Lonergan said the schools Fifth Third targets tend to be diverse and lower income, like Southwest Community Campus. De la Barrera said the school is 84 percent Hispanic, 10 percent African-American and 6 percent other, with 90 percent qualifying for free breakfast and lunch.
During a recent Business Journal visit to Southwest Community Campus, Fifth Third volunteer mentors and LOOP coordinators worked with about 20 students. The bank tries to maintain a 4 to 1 ratio of students to volunteers for the program.
Laura Momber, a financial center manager at Fifth Third’s Michigan and Fuller branch, led the lesson in English and Spanish. She reviewed the previous week’s lesson on what money is and how it is made and gave instructions on the first element of business etiquette — the handshake, accompanied by direct eye contact and a smile.
The students recited the weekly Young Bankers’ Club pledge, in which they committed to fully participate, do the homework, take proper care of their money, think about future goals and have fun in the club.
Momber has been a Young Bankers Club volunteer in various GRPS elementary schools, including Mulick Park, Sibley, Burton and Cesar E. Chavez. Her children attend Southwest Community Campus.
“I’ve been with Fifth Third for almost eight years, and I love giving back to the community with financial education,” Momber said. “It’s my fifth year now, and I love affecting children in a positive way.”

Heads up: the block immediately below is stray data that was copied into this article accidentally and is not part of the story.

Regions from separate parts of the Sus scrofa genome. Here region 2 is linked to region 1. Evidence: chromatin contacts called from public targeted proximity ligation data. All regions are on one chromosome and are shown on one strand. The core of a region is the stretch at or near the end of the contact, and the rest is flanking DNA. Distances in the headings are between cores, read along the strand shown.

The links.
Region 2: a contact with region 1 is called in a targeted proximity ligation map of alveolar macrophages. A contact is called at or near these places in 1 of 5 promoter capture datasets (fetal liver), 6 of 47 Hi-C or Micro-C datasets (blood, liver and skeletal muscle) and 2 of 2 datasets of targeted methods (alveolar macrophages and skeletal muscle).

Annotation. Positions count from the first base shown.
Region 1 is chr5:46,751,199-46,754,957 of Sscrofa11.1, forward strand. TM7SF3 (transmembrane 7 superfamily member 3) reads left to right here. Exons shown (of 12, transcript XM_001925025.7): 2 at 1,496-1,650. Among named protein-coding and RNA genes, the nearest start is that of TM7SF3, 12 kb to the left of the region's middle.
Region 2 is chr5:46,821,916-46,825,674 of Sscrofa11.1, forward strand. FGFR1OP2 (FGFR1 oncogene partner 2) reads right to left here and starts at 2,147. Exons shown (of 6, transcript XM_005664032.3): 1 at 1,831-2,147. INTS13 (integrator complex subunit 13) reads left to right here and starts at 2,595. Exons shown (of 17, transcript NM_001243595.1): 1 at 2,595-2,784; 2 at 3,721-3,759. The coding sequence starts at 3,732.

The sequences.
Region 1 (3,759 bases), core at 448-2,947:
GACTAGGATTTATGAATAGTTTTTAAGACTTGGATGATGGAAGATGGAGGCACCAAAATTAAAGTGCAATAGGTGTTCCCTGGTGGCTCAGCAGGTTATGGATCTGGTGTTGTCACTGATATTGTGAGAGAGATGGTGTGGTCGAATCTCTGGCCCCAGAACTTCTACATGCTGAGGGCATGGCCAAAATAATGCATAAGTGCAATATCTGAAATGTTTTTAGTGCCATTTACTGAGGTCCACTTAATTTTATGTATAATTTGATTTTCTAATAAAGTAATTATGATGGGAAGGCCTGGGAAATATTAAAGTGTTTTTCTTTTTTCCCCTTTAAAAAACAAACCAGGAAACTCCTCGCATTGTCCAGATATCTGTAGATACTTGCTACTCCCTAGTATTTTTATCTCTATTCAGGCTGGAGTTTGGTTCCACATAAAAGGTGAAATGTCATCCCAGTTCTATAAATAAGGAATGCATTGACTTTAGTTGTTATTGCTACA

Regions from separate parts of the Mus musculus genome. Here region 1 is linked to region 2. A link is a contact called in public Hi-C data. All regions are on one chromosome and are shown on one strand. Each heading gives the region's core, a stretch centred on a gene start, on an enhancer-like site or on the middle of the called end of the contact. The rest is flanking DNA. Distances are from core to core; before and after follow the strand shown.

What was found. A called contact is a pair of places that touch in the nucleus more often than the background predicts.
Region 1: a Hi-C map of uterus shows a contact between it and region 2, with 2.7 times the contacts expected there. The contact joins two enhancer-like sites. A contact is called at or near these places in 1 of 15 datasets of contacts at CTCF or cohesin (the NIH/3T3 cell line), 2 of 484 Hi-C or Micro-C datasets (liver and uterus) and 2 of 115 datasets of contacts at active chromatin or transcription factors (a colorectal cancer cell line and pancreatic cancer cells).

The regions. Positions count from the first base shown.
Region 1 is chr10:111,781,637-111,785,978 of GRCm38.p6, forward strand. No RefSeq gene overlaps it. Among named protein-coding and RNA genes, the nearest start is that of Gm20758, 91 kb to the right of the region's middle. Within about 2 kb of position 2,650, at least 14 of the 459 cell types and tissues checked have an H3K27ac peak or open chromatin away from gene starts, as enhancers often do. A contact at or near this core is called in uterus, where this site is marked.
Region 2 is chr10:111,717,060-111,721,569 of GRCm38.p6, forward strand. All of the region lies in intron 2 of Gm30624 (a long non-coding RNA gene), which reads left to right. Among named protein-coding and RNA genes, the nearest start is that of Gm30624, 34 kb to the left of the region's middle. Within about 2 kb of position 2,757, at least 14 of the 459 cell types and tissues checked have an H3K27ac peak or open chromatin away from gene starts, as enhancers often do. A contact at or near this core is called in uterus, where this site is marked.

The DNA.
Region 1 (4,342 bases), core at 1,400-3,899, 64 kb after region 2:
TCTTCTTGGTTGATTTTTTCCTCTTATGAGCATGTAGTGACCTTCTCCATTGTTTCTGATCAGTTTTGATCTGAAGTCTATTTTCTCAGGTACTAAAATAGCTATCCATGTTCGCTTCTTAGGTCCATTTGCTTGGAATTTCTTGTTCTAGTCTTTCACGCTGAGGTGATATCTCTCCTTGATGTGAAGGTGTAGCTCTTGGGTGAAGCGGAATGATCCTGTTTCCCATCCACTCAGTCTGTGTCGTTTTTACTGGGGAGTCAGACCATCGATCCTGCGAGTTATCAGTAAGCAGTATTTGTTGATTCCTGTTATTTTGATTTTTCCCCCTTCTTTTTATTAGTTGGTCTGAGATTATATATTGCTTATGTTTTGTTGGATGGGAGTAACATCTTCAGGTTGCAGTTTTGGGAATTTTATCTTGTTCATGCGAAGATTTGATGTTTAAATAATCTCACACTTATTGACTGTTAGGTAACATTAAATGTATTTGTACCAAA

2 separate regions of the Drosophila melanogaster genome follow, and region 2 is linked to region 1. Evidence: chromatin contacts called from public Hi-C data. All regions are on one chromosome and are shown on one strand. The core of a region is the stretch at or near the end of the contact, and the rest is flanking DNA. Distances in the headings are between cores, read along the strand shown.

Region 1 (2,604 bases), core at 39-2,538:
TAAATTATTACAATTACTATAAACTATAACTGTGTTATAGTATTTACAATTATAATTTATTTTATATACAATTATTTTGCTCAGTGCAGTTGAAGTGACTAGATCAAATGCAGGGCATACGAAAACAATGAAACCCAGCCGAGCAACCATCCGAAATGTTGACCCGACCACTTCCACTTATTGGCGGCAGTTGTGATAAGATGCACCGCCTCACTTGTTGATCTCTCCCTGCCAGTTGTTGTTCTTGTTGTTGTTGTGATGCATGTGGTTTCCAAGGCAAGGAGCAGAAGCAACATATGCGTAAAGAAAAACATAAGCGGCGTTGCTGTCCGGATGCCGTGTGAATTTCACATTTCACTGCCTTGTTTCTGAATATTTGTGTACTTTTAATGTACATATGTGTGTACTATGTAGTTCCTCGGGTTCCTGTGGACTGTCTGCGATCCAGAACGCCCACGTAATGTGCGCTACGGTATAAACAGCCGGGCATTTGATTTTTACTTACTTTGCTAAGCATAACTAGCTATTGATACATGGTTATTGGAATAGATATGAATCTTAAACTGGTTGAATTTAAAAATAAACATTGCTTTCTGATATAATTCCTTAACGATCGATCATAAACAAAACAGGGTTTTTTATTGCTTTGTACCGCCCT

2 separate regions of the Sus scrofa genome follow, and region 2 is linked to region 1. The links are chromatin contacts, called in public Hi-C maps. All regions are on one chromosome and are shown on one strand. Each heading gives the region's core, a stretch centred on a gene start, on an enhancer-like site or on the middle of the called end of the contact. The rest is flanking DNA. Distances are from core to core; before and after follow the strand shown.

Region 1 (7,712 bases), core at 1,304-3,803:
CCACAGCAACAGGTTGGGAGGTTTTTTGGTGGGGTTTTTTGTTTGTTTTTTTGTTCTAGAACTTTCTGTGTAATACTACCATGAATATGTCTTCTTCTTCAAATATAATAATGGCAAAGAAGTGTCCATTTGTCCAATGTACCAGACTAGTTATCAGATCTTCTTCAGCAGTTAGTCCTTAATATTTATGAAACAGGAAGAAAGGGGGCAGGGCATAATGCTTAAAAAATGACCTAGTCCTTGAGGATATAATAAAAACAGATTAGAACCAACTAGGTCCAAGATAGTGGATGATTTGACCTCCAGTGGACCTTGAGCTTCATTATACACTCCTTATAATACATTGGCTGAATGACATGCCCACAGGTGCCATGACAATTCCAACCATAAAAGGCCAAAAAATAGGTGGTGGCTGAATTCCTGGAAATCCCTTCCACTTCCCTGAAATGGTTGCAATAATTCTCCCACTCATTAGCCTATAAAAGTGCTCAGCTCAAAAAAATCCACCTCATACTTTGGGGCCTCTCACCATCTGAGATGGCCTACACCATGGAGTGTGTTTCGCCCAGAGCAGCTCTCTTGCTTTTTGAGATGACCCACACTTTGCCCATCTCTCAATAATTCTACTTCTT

Lonergan said Fifth Third is able to educate about 100 GRPS students per year through YBC.
He said he thinks of the program as a way to reach the “next generation of Fifth Third bankers,” including customers and those with the potential to work in the financial services industry.
With that broad of a scope, the curriculum hits all the high points, Lonergan added.
“One of the exercises they get to do is go on a shopping spree, and you find out what do things cost and what income you have to have to get that and what type of employment/education do you need to get what you want,” he said.
“We look at the impact of higher education on your earnings over time. We’re focusing on college but also post-secondary education, like certificates from GRCC.”
YBC intentionally starts partway through the academic year so students have a chance to get acclimated before adding club attendance. A graduation ceremony is held each year in the first week of December.